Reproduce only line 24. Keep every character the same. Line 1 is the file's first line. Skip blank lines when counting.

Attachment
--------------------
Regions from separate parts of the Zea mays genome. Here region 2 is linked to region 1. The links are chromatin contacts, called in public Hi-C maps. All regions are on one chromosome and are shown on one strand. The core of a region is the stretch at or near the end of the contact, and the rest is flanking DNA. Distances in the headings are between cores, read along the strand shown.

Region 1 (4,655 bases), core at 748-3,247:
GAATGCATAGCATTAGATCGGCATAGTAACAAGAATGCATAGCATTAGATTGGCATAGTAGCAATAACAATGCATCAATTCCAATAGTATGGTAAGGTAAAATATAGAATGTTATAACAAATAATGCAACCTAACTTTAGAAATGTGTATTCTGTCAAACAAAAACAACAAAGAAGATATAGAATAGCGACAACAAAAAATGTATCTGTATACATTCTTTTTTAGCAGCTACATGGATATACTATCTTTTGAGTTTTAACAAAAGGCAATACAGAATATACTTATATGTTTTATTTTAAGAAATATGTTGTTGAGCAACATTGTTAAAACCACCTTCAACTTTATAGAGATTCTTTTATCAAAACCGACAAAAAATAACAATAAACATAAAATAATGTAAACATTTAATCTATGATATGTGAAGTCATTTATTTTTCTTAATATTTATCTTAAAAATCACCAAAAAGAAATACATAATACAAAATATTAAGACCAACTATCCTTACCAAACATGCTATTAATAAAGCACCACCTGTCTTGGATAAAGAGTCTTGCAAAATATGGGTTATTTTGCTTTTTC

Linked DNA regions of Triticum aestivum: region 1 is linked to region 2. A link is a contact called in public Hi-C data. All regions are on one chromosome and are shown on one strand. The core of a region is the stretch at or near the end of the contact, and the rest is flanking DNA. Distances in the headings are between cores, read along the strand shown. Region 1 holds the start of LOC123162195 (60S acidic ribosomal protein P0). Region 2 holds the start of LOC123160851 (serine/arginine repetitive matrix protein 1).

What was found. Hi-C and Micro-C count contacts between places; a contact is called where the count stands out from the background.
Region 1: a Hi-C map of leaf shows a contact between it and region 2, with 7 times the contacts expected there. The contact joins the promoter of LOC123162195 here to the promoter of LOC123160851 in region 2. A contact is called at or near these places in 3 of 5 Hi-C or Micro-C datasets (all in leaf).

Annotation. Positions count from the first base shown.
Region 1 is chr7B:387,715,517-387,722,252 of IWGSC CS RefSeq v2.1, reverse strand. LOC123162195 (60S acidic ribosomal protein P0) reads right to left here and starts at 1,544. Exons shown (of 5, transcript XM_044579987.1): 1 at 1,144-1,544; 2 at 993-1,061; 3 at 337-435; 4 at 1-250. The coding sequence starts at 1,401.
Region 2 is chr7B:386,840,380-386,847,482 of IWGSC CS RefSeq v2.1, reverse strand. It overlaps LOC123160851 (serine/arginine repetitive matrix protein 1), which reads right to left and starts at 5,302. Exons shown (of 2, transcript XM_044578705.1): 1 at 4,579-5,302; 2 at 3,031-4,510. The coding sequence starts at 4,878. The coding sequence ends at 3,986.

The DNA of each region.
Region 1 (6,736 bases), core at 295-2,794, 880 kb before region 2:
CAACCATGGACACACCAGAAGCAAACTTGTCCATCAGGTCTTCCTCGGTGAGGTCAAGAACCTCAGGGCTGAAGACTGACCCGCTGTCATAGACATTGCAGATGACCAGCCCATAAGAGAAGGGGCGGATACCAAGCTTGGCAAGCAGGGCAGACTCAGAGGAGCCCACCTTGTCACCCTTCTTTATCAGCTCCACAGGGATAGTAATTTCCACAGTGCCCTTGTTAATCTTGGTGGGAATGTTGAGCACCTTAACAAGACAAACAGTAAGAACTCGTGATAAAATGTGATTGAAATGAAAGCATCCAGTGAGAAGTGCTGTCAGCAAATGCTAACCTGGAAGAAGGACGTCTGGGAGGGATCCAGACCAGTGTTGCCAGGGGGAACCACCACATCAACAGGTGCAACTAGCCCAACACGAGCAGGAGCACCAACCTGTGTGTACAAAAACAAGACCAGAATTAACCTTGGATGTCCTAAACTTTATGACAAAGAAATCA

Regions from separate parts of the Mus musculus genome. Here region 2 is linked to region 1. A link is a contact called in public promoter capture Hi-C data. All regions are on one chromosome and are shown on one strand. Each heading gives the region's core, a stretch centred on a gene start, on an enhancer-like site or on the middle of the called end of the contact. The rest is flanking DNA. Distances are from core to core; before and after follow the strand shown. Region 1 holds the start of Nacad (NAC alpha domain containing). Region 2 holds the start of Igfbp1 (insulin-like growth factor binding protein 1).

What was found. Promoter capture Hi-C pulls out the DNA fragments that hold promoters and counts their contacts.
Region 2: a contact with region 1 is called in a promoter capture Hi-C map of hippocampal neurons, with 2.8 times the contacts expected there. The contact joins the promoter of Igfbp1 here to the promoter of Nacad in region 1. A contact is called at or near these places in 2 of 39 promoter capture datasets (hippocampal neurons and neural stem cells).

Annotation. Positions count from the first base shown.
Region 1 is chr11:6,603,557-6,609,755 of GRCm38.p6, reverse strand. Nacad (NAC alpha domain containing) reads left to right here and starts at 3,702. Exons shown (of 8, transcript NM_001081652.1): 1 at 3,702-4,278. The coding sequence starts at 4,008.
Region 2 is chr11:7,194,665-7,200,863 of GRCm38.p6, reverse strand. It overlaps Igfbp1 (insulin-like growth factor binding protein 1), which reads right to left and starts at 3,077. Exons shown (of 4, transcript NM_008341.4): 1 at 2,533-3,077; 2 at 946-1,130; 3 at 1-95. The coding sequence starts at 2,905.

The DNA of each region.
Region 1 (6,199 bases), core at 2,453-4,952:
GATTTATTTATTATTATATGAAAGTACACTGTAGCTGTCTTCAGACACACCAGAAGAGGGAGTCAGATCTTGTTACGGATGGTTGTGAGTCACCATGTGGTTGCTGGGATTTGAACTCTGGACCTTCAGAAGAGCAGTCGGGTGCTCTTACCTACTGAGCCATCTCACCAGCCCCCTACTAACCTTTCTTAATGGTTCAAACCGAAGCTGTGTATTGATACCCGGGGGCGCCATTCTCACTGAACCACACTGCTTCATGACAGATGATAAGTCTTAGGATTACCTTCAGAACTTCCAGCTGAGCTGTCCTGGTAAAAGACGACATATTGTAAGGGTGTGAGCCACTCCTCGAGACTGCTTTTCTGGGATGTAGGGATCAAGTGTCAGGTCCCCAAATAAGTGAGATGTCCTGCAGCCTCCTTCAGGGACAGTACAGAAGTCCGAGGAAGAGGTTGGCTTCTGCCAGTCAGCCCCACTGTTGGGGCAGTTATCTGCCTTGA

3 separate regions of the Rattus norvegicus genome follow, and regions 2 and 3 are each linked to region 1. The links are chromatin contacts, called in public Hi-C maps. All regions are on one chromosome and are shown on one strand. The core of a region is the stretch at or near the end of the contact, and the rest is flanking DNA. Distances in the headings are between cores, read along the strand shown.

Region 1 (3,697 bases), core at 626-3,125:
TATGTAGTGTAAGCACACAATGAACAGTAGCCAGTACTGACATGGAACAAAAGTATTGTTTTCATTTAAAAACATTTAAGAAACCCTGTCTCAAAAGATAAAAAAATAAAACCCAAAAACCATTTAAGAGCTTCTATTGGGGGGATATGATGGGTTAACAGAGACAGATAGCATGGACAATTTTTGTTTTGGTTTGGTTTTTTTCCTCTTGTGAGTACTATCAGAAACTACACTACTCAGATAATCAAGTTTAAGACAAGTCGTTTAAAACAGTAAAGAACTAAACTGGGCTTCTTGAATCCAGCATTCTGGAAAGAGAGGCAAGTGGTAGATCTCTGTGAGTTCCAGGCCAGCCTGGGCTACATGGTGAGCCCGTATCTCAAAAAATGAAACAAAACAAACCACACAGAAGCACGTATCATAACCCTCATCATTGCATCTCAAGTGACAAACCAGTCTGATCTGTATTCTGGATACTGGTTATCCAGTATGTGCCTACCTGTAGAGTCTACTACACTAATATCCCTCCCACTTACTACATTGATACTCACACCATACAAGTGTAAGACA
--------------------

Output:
TATGTAGTGTAAGCACACAATGAACAGTAGCCAGTACTGACATGGAACAAAAGTATTGTTTTCATTTAAAAACATTTAAGAAACCCTGTCTCAAAAGATAAAAAAATAAAACCCAAAAACCATTTAAGAGCTTCTATTGGGGGGATATGATGGGTTAACAGAGACAGATAGCATGGACAATTTTTGTTTTGGTTTGGTTTTTTTCCTCTTGTGAGTACTATCAGAAACTACACTACTCAGATAATCAAGTTTAAGACAAGTCGTTTAAAACAGTAAAGAACTAAACTGGGCTTCTTGAATCCAGCATTCTGGAAAGAGAGGCAAGTGGTAGATCTCTGTGAGTTCCAGGCCAGCCTGGGCTACATGGTGAGCCCGTATCTCAAAAAATGAAACAAAACAAACCACACAGAAGCACGTATCATAACCCTCATCATTGCATCTCAAGTGACAAACCAGTCTGATCTGTATTCTGGATACTGGTTATCCAGTATGTGCCTACCTGTAGAGTCTACTACACTAATATCCCTCCCACTTACTACATTGATACTCACACCATACAAGTGTAAGACA